The Importance of Faith: Although Shukhov does not think or talk about religion for the bulk of the novel, his final conversation with Alyoshka, a devout Baptist, reveals that faith can be a means of survival in the oppresive camp system. Shukhov’s interest in Alyoshka’s discussion of God, faith, and prayer marks Shukhov’s expansion beyond his usual thoughts of work, warmth, food, and sleep. Alyoshka’s urging of Shukhov to pursue things of the spirit rather than things of the flesh renders Shukhov speechless, as if he is deeply reflecting on this philosophy. More important, he actually follows this advice in giving Alyoshka one of his biscuits, voluntarily sacrificing a worldly good. Shukhov’s sense of inner peace in the novel’s last paragraph, which resembles Alyoshka’s sense of inner peace throughout the novel, demonstrates that religious faith offers strength in the face of adversity.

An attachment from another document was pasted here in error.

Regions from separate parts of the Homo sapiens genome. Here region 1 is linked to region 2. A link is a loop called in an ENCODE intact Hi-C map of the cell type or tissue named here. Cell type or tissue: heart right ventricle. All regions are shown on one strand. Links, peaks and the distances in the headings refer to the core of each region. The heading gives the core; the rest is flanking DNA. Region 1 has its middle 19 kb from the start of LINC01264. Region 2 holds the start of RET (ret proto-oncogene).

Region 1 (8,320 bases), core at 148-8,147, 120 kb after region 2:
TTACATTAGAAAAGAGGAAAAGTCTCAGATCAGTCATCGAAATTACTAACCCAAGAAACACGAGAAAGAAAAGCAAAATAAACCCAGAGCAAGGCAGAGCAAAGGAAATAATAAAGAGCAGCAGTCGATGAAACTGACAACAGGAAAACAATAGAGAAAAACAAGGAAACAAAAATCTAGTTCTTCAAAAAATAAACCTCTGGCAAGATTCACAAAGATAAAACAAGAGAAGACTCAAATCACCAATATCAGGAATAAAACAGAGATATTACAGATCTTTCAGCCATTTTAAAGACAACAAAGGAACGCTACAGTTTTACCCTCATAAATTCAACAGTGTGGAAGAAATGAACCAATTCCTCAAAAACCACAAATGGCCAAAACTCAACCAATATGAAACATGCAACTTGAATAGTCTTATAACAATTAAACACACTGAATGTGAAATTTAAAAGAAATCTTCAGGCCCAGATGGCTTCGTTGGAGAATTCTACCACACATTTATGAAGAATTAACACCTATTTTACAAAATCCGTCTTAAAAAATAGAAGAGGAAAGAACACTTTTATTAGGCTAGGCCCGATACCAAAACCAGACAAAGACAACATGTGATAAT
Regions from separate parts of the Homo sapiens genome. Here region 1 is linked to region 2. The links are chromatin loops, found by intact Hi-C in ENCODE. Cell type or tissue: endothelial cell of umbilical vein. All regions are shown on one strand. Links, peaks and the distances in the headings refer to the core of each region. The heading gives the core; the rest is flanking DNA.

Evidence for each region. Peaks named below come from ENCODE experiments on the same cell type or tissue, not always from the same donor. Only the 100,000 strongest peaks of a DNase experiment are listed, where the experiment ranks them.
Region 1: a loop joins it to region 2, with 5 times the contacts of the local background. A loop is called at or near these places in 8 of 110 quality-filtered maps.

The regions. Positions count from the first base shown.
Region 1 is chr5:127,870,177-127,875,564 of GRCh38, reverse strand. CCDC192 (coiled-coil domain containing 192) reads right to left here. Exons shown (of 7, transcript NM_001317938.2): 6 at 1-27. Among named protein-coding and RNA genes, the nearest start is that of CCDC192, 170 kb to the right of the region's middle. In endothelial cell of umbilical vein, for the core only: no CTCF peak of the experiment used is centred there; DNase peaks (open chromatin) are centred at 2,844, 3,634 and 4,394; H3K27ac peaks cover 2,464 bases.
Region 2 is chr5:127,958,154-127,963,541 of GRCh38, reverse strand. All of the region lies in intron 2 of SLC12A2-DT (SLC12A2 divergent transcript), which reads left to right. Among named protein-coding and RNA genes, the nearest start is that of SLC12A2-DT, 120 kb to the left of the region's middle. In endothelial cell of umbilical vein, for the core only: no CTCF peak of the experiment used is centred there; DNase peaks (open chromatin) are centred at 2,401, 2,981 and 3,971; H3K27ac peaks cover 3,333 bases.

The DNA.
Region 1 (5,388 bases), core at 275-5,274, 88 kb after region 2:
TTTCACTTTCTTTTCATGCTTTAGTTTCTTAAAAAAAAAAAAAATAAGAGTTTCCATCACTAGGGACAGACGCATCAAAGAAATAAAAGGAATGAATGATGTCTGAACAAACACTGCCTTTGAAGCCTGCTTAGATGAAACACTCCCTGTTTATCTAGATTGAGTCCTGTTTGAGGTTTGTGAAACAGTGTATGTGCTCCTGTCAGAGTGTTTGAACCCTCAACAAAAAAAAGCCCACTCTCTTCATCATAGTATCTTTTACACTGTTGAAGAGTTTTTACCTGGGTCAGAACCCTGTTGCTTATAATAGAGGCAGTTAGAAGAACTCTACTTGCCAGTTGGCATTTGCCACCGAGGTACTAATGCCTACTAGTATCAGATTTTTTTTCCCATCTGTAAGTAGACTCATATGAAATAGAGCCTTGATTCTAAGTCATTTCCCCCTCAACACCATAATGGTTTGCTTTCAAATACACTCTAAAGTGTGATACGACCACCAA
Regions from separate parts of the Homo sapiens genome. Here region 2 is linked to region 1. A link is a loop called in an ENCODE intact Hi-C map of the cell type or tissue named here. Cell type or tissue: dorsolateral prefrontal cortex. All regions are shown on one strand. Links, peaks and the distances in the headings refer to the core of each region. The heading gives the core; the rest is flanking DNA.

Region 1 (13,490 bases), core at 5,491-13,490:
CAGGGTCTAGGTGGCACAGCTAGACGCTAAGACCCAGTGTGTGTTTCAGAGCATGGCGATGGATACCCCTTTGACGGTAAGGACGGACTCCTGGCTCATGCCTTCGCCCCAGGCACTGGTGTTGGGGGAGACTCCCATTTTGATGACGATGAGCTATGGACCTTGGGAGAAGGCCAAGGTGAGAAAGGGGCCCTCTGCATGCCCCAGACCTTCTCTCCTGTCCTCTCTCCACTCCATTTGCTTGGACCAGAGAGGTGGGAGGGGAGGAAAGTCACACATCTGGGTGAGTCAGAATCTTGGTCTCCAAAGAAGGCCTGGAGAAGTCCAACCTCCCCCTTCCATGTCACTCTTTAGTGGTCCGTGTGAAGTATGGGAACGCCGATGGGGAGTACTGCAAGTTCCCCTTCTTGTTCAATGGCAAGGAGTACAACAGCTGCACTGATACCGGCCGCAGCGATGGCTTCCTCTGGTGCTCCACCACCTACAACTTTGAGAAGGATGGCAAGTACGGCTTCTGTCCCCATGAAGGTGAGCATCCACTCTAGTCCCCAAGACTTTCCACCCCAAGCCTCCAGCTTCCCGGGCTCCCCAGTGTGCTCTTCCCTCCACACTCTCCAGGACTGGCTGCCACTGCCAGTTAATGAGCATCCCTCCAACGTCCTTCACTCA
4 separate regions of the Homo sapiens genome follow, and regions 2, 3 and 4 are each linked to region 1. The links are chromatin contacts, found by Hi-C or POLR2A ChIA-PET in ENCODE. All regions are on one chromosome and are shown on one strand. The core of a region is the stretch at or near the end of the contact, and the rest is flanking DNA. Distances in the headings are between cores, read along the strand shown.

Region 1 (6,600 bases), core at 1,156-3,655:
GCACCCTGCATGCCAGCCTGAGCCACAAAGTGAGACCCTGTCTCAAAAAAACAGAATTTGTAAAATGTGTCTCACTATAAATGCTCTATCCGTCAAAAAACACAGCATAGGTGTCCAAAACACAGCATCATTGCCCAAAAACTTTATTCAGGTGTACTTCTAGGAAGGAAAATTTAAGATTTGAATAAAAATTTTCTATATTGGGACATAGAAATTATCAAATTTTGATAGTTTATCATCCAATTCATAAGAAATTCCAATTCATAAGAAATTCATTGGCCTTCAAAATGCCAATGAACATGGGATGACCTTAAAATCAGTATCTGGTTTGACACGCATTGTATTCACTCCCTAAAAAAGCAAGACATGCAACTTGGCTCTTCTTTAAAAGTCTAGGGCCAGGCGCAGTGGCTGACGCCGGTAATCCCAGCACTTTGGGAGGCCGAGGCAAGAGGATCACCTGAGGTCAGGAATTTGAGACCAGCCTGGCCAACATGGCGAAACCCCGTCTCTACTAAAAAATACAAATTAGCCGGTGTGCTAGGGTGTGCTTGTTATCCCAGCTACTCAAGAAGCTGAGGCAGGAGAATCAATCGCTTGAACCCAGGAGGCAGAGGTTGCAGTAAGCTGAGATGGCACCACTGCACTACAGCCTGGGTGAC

The Outrage of Unjust Punishment: An important aspect of the Stalinist work camp that the novel describes is that the inmates have been convicted of activities that do not seem criminal to us. Gopchik took milk to freedom fighters hiding in the woods; Shukhov was captured by Germans and then accused by the Russians of being a spy; Tyurin was the son of a rich peasant father. We do not know much about the crimes of their fellow inmates, but none of them appears to be a terrible criminal. Whether the Soviet government has enforced unfair laws or simply made false charges, the inmates’ back-breaking labor in subzero temperatures is grossly unjust punishment.The laws and punishment within the labor camp are as unjust as those outside the camp. Shukhov gets into trouble and is threatened with three days in the hole not for any active wrongdoing but simply for being ill. Similarly, Buynovsky receives ten days in the hole for trying to bundle up against the cold with a flannel vest. Neither Shukhov’s illness nor Buynovsky’s attempt to stay warm harm anyone, but the camp treats both as deep violations of the law, worthy of severe punishment. Such harsh retribution for such small offenses is absurd, and the heaping of more punishment upon men already locked into long, hard prison sentences seems like nothing more than a cruel exercising of power by Soviet officials.